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Lessons from Flanders: school traffic safety in four steps

The Belgian municipality of Hoogstraten is making primary school routes safer. The municipality won the Flemish Road Safety Award 2019 last month and they are in the process of redesigning the area around eight schools. Central to this is ‘The Schoolstreet’ concept: a street in front of the school entrance that is closed twice a day to motorized traffic. Hoogstraten wants to deliver customised work and involves children and parents in developing the measures. Judith Schrijvers, sustainability officer, explained their four-step plan at the Flemish Road Safety Congress 2019.

Proud, happy, grateful. And a little speechless. Representatives from the city of Hoogstraten have just heard that they have won the Flemish Road Safety Award. “I have no words,” says Michel Jansen, the municipal officer for Mobility in Hoogstraten. The theatre hall of the Bolwerk congress building in Vilvoorde is packed. Everyone claps. The majority voted for the municipality. “These people are the performers,” he says while pointing to his colleagues. “But it actually started with the children at school. They have made a project out of it and we as Hoogstraten can be very proud of that! ”

Bolzano

The prize is a reward for their hard work. Hoogstraten is on track making primary schools routes safer. The Schoolstraat is key: a street in front of the entrance of the school that is closed twice a day to motorized traffic. That concept has been around for a while, but the Flemish municipality, located near the Dutch border, stands out in a positive way.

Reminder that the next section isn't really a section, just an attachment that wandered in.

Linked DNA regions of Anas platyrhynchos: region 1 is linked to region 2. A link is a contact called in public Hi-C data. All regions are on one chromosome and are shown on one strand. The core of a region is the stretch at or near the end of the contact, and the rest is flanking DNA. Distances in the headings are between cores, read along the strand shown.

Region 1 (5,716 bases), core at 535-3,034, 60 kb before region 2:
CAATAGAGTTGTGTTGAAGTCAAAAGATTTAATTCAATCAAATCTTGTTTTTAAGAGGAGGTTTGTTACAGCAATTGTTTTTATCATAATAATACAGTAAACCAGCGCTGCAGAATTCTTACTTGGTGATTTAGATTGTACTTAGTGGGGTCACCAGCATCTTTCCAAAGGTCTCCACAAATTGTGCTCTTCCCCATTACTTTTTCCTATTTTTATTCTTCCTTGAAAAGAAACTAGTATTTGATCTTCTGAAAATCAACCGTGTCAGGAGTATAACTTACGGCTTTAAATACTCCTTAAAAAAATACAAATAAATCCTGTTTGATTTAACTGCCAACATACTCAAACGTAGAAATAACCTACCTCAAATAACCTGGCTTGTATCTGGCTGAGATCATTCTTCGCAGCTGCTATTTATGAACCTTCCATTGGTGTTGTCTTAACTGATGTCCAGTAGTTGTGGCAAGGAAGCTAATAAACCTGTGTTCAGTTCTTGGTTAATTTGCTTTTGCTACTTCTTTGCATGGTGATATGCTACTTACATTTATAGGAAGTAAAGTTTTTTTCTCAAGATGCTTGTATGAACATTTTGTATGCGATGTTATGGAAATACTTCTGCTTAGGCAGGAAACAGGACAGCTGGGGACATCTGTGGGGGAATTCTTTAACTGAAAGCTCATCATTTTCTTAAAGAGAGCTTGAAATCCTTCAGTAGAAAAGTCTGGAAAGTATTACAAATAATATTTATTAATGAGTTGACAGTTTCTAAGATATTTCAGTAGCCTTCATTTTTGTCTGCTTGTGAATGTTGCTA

The evaluation showed that the streets ensure a safer school environment and a smoother flow of traffic”

The school street has travelled from the Italian city of Bolzano. It gained a foothold in Ghent. A pilot was running at two schools at the end of 2012 to early 2013 with positive results. The evaluation showed that the streets ensure a safer school environment and a smoother flow of traffic. 8 out of 10 parents, students, school staff and local residents think it is a good measure. The concept was quickly followed. The Flemish and Brussels regions want more school streets and as they announced at the end of last year, they will make millions of euros available for that. Flanders recently announced that a large campaign for more school streets is a success and will be continued. The campaign site reports more than 130 Flemish schools have a school street or extensive plans for it. 

Customisation

Hoogstraten wants to inspire. Judith Schrijvers, sustainability officer, explained their four-step plan in a workshop at the conference. The main principles are: looking at the routes to school with the eyes of a child, actively involving children, but also parents, in devising and implementing measures. The aim is not only to increase road safety, but also to reduce CO2 emissions.

“If users of the school environment can help think about solutions, they will be involved right from the start,” says Schrijvers. “If you impose something from behind your desk, it doesn’t work. You really need to get started with the user. ”